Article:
Another day we took my family and Raph for a sail to Playa Blanca, 14 nm from Manga. We exited the bay at Bocachica, a pass between two forts made of coral rock: Fuerte de San Fernando and Fuerte de San José. Here is where the Basque commander Blas de Lezo defended the entry to the bay from the English under the command of admiral Vernon. They fought with 6 boats and 3,000 men against a fleet of almost 300 boats and 10,000 men. After six days of battle, Vernon’s army entered the bay and the Spanish retired to Castillo de San Felipe, from where they ended up beating the English. We found ourselves three centuries later sailing the retreat way with Cirrus, which is registered in the UK, hence has got an English flag.
A couple of hours of saling later we dropped anchor in front of a small beach past Punta Gigantes, far away from the packed Playa Blanca, where thousand tourists come everyday on motorboats from Cartagena. Our spot was perfect with turquoise water and white sanded little beach just for us.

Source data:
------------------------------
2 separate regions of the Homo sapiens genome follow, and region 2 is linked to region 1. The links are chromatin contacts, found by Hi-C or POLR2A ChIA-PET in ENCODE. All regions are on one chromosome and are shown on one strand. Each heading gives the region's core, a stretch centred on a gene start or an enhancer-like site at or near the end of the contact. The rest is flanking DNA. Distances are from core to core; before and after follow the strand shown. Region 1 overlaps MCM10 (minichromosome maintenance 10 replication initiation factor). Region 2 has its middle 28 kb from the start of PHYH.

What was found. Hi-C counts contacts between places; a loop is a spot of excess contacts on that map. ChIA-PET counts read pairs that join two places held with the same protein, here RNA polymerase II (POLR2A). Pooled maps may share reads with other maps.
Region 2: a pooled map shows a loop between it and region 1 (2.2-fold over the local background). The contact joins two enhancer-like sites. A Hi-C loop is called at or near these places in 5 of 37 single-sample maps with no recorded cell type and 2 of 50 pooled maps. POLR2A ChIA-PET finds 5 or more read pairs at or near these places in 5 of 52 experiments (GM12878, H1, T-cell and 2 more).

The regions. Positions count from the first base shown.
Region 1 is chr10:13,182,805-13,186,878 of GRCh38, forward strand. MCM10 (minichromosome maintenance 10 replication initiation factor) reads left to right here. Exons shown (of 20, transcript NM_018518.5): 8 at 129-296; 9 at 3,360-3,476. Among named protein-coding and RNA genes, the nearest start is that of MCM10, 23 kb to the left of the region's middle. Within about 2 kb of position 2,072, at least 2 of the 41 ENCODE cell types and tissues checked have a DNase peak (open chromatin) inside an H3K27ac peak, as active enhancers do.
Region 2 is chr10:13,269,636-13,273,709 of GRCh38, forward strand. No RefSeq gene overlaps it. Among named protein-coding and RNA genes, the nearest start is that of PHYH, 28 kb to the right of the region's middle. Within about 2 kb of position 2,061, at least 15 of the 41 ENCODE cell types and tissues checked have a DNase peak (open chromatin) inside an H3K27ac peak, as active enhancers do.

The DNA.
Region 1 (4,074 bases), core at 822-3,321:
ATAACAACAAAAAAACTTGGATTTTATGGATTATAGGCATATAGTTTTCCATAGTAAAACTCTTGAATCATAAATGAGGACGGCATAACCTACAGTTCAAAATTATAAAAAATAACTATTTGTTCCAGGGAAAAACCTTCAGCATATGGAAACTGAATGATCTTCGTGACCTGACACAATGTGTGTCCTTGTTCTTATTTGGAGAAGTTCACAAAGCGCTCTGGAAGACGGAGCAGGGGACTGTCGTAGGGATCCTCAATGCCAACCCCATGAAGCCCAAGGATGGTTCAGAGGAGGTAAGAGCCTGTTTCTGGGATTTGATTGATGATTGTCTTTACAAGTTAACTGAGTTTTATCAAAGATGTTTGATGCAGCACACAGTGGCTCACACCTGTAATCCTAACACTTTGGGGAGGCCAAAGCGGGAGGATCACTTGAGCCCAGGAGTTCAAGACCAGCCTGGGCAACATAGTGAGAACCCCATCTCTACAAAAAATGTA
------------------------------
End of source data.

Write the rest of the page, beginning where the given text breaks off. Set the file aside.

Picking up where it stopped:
In Cartagena we also met back with our Norwegian boat friends Inga and Peter, whom we hadn’t seen since Las Palmas. A couple of days after my family left, we left together to Isla Grande, in Islas del Rosario. We found a beautiful snorkelling spot just North of Canal Ratón, between Isla Grande and Isla Naval, where there is even a wreck of a plane!
After Isla Grande we sailed to the archipielago of San Bernardo, where we anchored South of Isla Tintipan. Almost all the inhabitants on this archipielago (about 600 people) live in a tiny island called El Islote and there are no houses on the other islans, apart from hotels and some private villas.
Tintipan is just stunning. It has got an inner lagoon surrounded by mangrove where you can enter with a yacht, but we preferred the anchorage outside to avoid the mosquitoes, and we went exploring the lagoon by dinghy. Two locals from El Islote, who called themselves Pantera and Cremoso, came to sell us coconuts, fish or beer, and we ended up inviting them onboard and sharing the fish that Gaspar and Peter had just catched. The day after in exchange Pantera showed us the North side of the island and took us fishing inside the lagoon.
Overall the Caribbean coast of Colombia left me a very good impression and that is also thanks to Big Ben who helped us discover Cartagena and Pachi and Lee who gave us many tips for the islands and also for San Blas, our next stop. Thank you to my sister Lucía for taking the photos.